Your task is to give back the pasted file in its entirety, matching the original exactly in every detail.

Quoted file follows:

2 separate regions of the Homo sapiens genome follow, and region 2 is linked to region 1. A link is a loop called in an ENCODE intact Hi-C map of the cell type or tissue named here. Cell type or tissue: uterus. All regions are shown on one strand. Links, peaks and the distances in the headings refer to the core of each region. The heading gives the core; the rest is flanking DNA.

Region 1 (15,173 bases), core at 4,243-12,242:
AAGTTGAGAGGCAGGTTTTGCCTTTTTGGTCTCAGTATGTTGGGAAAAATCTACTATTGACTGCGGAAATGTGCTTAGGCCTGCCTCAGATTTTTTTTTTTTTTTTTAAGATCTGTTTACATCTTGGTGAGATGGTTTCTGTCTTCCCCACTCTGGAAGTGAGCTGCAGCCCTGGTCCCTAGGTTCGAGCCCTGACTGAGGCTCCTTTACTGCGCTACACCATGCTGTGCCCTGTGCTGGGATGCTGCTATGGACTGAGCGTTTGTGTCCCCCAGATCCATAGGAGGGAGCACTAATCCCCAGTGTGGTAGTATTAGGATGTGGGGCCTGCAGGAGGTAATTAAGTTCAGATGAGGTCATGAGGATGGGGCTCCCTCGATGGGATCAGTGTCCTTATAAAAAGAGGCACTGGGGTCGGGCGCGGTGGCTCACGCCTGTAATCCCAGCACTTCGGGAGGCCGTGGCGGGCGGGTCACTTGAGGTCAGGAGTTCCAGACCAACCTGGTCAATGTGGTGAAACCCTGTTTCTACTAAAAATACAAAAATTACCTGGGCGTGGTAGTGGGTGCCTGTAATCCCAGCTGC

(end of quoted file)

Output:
2 separate regions of the Homo sapiens genome follow, and region 2 is linked to region 1. A link is a loop called in an ENCODE intact Hi-C map of the cell type or tissue named here. Cell type or tissue: uterus. All regions are shown on one strand. Links, peaks and the distances in the headings refer to the core of each region. The heading gives the core; the rest is flanking DNA.

Region 1 (15,173 bases), core at 4,243-12,242:
AAGTTGAGAGGCAGGTTTTGCCTTTTTGGTCTCAGTATGTTGGGAAAAATCTACTATTGACTGCGGAAATGTGCTTAGGCCTGCCTCAGATTTTTTTTTTTTTTTTTAAGATCTGTTTACATCTTGGTGAGATGGTTTCTGTCTTCCCCACTCTGGAAGTGAGCTGCAGCCCTGGTCCCTAGGTTCGAGCCCTGACTGAGGCTCCTTTACTGCGCTACACCATGCTGTGCCCTGTGCTGGGATGCTGCTATGGACTGAGCGTTTGTGTCCCCCAGATCCATAGGAGGGAGCACTAATCCCCAGTGTGGTAGTATTAGGATGTGGGGCCTGCAGGAGGTAATTAAGTTCAGATGAGGTCATGAGGATGGGGCTCCCTCGATGGGATCAGTGTCCTTATAAAAAGAGGCACTGGGGTCGGGCGCGGTGGCTCACGCCTGTAATCCCAGCACTTCGGGAGGCCGTGGCGGGCGGGTCACTTGAGGTCAGGAGTTCCAGACCAACCTGGTCAATGTGGTGAAACCCTGTTTCTACTAAAAATACAAAAATTACCTGGGCGTGGTAGTGGGTGCCTGTAATCCCAGCTGC